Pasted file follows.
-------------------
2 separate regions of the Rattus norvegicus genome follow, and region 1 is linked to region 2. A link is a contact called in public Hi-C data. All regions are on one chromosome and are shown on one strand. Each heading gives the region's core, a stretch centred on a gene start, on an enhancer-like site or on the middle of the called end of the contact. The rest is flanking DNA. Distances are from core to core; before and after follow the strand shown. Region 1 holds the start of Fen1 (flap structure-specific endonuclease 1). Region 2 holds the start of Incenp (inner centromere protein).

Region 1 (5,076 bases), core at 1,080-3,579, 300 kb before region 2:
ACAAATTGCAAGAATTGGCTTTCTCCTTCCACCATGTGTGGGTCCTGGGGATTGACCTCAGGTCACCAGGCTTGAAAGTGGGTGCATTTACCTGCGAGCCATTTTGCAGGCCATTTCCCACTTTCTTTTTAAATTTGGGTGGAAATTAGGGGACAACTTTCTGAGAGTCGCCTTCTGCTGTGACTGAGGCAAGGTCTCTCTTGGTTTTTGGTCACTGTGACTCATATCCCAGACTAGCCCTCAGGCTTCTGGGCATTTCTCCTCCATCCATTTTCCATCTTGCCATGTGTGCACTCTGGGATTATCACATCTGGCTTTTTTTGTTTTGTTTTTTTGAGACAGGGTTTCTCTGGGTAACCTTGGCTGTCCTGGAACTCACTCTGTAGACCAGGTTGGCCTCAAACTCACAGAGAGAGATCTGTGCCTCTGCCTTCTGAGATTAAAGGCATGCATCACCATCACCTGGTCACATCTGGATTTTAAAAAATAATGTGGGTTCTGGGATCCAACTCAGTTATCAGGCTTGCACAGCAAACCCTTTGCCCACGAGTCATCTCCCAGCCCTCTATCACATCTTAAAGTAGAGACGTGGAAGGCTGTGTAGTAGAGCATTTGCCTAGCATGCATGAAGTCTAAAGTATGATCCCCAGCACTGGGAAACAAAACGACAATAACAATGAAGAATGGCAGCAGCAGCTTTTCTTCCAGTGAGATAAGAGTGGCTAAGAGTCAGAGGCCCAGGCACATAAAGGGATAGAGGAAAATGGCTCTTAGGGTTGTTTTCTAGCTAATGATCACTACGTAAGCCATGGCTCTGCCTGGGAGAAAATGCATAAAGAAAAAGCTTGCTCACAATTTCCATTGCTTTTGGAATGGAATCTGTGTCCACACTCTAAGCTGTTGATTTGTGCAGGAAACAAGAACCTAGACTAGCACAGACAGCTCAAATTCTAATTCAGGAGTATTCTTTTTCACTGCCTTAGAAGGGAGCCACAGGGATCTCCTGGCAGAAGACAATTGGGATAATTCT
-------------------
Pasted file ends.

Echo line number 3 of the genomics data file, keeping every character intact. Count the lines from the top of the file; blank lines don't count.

ACAAATTGCAAGAATTGGCTTTCTCCTTCCACCATGTGTGGGTCCTGGGGATTGACCTCAGGTCACCAGGCTTGAAAGTGGGTGCATTTACCTGCGAGCCATTTTGCAGGCCATTTCCCACTTTCTTTTTAAATTTGGGTGGAAATTAGGGGACAACTTTCTGAGAGTCGCCTTCTGCTGTGACTGAGGCAAGGTCTCTCTTGGTTTTTGGTCACTGTGACTCATATCCCAGACTAGCCCTCAGGCTTCTGGGCATTTCTCCTCCATCCATTTTCCATCTTGCCATGTGTGCACTCTGGGATTATCACATCTGGCTTTTTTTGTTTTGTTTTTTTGAGACAGGGTTTCTCTGGGTAACCTTGGCTGTCCTGGAACTCACTCTGTAGACCAGGTTGGCCTCAAACTCACAGAGAGAGATCTGTGCCTCTGCCTTCTGAGATTAAAGGCATGCATCACCATCACCTGGTCACATCTGGATTTTAAAAAATAATGTGGGTTCTGGGATCCAACTCAGTTATCAGGCTTGCACAGCAAACCCTTTGCCCACGAGTCATCTCCCAGCCCTCTATCACATCTTAAAGTAGAGACGTGGAAGGCTGTGTAGTAGAGCATTTGCCTAGCATGCATGAAGTCTAAAGTATGATCCCCAGCACTGGGAAACAAAACGACAATAACAATGAAGAATGGCAGCAGCAGCTTTTCTTCCAGTGAGATAAGAGTGGCTAAGAGTCAGAGGCCCAGGCACATAAAGGGATAGAGGAAAATGGCTCTTAGGGTTGTTTTCTAGCTAATGATCACTACGTAAGCCATGGCTCTGCCTGGGAGAAAATGCATAAAGAAAAAGCTTGCTCACAATTTCCATTGCTTTTGGAATGGAATCTGTGTCCACACTCTAAGCTGTTGATTTGTGCAGGAAACAAGAACCTAGACTAGCACAGACAGCTCAAATTCTAATTCAGGAGTATTCTTTTTCACTGCCTTAGAAGGGAGCCACAGGGATCTCCTGGCAGAAGACAATTGGGATAATTCT